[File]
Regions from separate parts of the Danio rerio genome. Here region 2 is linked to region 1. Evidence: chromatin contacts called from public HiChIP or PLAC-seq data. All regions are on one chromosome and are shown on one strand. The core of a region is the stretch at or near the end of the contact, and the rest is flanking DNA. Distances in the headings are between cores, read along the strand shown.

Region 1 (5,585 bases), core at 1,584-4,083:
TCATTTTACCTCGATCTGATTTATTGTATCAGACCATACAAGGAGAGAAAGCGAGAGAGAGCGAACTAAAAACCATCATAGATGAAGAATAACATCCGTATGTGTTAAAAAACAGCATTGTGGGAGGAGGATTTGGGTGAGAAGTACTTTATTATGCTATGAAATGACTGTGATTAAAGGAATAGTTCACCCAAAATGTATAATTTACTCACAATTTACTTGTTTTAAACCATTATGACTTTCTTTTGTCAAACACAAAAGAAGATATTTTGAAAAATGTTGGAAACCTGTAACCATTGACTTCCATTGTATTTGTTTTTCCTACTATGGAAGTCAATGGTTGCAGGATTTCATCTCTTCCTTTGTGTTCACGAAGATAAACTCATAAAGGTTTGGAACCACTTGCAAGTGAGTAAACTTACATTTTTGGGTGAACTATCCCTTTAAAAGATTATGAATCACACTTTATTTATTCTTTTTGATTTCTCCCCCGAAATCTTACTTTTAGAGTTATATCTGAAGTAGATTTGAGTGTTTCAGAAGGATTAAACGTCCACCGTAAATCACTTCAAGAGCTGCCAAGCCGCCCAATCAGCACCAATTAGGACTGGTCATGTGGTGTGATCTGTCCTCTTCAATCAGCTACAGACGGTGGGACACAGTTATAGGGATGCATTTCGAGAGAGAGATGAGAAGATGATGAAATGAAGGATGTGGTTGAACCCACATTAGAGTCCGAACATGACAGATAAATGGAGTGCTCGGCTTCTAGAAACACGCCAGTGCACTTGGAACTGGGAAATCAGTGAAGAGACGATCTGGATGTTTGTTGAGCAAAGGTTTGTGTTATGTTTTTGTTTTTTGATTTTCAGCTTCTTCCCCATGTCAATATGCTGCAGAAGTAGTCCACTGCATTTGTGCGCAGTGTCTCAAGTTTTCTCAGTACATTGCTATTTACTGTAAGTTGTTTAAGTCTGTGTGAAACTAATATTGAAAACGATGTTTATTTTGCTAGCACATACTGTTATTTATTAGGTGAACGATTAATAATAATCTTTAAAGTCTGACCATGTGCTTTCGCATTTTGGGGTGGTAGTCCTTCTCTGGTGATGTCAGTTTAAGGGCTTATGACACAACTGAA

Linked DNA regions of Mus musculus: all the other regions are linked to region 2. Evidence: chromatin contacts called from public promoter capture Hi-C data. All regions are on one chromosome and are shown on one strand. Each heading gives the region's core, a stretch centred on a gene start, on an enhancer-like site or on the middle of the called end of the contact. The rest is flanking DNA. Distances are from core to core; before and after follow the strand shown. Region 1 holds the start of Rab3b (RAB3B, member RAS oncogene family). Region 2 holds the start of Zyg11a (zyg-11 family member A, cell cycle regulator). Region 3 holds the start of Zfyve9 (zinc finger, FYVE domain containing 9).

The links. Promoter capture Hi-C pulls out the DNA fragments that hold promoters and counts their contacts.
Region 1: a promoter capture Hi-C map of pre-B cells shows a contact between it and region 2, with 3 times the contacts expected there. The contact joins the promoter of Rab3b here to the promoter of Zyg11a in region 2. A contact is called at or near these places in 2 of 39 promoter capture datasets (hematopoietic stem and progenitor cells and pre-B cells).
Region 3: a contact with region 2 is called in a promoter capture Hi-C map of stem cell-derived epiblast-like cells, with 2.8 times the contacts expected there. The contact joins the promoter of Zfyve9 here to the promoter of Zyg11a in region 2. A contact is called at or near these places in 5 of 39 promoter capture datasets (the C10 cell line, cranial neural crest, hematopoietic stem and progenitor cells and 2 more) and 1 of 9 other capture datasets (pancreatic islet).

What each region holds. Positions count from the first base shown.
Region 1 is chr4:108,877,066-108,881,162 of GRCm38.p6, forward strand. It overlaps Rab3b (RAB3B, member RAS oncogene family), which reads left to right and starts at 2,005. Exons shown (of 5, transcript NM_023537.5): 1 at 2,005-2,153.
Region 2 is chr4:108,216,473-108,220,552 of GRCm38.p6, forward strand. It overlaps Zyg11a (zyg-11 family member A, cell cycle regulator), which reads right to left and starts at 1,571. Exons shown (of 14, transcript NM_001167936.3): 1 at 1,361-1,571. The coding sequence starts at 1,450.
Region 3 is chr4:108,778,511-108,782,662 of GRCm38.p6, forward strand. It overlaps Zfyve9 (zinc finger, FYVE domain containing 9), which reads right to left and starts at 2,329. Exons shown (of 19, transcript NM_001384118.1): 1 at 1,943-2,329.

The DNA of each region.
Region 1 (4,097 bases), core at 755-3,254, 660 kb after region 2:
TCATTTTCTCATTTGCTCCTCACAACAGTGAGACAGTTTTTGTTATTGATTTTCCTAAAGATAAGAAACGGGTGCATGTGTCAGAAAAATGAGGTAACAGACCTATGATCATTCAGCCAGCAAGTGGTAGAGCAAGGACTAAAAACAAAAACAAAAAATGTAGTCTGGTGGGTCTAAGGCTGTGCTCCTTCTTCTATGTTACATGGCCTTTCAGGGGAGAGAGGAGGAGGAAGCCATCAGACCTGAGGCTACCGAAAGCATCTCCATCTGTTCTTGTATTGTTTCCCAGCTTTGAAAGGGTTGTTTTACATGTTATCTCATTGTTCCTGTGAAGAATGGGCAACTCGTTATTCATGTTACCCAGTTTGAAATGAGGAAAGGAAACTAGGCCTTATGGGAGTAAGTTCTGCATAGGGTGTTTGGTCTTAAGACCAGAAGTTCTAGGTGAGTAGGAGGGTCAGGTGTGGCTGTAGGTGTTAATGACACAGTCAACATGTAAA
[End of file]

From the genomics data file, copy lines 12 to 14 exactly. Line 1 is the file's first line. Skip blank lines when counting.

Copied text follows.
The DNA of each region.
Region 1 (4,097 bases), core at 755-3,254, 660 kb after region 2:
TCATTTTCTCATTTGCTCCTCACAACAGTGAGACAGTTTTTGTTATTGATTTTCCTAAAGATAAGAAACGGGTGCATGTGTCAGAAAAATGAGGTAACAGACCTATGATCATTCAGCCAGCAAGTGGTAGAGCAAGGACTAAAAACAAAAACAAAAAATGTAGTCTGGTGGGTCTAAGGCTGTGCTCCTTCTTCTATGTTACATGGCCTTTCAGGGGAGAGAGGAGGAGGAAGCCATCAGACCTGAGGCTACCGAAAGCATCTCCATCTGTTCTTGTATTGTTTCCCAGCTTTGAAAGGGTTGTTTTACATGTTATCTCATTGTTCCTGTGAAGAATGGGCAACTCGTTATTCATGTTACCCAGTTTGAAATGAGGAAAGGAAACTAGGCCTTATGGGAGTAAGTTCTGCATAGGGTGTTTGGTCTTAAGACCAGAAGTTCTAGGTGAGTAGGAGGGTCAGGTGTGGCTGTAGGTGTTAATGACACAGTCAACATGTAAA